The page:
POLITICS

Michael Steele: VA Encouraging Vets To Commit Suicide (VIDEO)

09/25/2009 05:12 am ET | Updated May 25, 2011

Michael Steele is running a bit late to the latest "Let's Frighten The Villagers With Lies" party, but, as TPM's Rachel Slajda points out, he's plunging in "feet first." At issue is the so-called "death book," which is actually a pamphlet called "Your Life, Your Choices: Planning for Future Medical Decisions." If the pamphlet very explicitly does NOT attempt to shepherd veterans in the direction of assisted suicide. Naturally, Steele was on Fox News this morning, intent on making everyone to think the opposite:

"And if you want an example of bad public policy, just look at the situation with our veterans, when you have a manual out there telling our veterans stuff like, 'are you really of value to your community,' you know, encouraging them to commit suicide. I mean, this is crazy coming from the government, and this is exactly what concerns people and puts them in fear of what the government control of health care will look like.'

[WATCH]

That would, indeed, be TOTALLY CRAZY coming from the government if that was, in fact, what was coming from the government. But it's not. Here's what the pamphlet has to say about assisted suicide:

Q: Can I specify that I want assisted suicide in my directive?

A: No. Assisted suicide is currently illegal. However, even if it becomes legal, the person making the request would have to be competent and able to change their mind at the time of the suicide. Advance directives only go into effect when you are no longer competent to make decisions.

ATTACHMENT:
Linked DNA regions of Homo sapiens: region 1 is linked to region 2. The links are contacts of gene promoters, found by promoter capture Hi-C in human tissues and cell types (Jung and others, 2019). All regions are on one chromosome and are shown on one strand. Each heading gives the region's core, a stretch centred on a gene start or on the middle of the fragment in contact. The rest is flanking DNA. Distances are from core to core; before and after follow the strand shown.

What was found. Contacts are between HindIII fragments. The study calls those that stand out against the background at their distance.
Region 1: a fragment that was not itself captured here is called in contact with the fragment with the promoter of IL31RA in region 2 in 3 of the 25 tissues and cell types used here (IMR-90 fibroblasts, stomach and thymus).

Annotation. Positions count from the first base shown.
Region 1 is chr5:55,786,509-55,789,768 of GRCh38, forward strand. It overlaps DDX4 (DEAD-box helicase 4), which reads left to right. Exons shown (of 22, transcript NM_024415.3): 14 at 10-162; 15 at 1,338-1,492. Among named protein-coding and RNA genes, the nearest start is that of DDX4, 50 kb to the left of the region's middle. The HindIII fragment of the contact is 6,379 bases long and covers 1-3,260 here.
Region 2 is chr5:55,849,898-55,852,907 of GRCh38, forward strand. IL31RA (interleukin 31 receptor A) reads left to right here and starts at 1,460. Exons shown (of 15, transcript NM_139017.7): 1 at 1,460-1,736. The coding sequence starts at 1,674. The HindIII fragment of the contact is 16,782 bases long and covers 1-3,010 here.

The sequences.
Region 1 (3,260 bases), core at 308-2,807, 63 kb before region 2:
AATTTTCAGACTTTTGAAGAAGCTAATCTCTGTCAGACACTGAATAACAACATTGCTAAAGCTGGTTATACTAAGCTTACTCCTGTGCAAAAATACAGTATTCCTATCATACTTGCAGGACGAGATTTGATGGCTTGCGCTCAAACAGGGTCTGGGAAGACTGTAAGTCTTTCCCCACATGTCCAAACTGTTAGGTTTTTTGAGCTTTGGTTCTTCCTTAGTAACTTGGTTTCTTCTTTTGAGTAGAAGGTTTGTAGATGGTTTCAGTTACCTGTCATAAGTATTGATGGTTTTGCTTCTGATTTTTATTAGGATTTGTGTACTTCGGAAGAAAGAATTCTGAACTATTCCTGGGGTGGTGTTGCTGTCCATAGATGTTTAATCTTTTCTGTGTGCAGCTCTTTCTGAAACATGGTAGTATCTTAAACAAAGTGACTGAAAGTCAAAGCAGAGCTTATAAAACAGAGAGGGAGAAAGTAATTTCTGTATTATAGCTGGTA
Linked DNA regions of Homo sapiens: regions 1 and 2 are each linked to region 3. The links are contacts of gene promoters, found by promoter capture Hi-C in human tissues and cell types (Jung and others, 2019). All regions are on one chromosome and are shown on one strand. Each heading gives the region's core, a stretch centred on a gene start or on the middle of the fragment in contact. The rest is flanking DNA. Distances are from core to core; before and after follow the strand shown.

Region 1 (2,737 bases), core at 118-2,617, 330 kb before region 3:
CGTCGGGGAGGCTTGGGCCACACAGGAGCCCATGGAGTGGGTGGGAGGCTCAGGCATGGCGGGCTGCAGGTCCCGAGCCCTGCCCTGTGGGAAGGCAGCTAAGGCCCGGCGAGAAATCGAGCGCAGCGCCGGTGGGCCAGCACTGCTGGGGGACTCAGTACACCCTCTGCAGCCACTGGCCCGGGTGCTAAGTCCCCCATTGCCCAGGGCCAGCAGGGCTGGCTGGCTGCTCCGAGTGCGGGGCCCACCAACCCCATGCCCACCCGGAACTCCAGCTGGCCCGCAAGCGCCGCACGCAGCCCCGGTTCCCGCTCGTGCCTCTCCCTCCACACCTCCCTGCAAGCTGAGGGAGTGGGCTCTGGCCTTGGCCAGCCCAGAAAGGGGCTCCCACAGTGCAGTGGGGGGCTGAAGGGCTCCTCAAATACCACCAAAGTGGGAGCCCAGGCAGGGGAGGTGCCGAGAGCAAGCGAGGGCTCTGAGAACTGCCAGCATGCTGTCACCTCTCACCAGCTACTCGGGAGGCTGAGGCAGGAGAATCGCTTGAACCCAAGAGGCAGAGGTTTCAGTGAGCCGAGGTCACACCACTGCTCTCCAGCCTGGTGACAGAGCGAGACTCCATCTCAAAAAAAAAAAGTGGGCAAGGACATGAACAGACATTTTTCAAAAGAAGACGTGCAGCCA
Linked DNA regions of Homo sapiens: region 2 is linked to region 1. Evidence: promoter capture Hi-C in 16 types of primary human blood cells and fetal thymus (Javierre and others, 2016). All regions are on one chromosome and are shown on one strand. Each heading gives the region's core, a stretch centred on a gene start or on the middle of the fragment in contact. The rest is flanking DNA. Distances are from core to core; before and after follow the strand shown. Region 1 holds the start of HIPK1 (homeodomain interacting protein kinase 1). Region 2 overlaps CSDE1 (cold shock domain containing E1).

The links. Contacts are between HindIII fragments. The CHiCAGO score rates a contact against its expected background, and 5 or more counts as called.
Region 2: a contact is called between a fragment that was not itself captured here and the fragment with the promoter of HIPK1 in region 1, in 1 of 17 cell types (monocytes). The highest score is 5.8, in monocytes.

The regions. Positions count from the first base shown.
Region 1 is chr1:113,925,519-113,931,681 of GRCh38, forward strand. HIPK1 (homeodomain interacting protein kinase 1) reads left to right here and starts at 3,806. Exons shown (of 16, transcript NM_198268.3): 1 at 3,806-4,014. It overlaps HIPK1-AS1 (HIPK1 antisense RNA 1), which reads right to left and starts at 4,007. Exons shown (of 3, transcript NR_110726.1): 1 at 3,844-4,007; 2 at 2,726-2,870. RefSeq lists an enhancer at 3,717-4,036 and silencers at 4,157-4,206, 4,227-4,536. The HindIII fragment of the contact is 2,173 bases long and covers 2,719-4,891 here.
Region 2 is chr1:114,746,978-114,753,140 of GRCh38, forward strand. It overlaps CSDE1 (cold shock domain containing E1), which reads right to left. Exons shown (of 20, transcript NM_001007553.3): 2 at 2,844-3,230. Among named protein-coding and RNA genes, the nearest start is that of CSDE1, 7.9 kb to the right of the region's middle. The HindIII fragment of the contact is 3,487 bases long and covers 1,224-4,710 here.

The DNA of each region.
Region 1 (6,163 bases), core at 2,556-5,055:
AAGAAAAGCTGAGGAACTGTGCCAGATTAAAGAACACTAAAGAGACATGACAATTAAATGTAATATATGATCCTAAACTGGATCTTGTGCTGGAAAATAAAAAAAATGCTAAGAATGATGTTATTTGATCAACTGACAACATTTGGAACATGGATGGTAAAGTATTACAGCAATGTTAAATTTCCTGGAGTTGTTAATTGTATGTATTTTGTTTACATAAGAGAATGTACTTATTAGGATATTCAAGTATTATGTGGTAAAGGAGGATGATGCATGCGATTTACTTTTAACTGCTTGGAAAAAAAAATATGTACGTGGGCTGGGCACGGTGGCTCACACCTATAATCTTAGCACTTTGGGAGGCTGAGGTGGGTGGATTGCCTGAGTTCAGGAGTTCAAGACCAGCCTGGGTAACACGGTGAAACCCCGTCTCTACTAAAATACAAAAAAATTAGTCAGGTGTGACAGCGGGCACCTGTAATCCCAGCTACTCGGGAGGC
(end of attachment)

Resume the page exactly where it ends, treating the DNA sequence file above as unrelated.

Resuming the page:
Here's another section of the pamphlet, which explicitly does not hound veterans into the great beyond:

As Richard Smith at VetVoice mocks: "I feel like I've been brainwashed into pulling the plug already. Really, if the document was really trying to get veterans to pull the plug on themselves, then first suggesting to them that their life should be prolonged at all costs is a pretty stupid way to do it."

Jonah Goldberg, naturally, compared the pamphlet to "Nazi eugenics," because that's how the Nazis carried out their eugenics program: PAMPHLET-INDUCED REVERSE PSYCHOLOGY.

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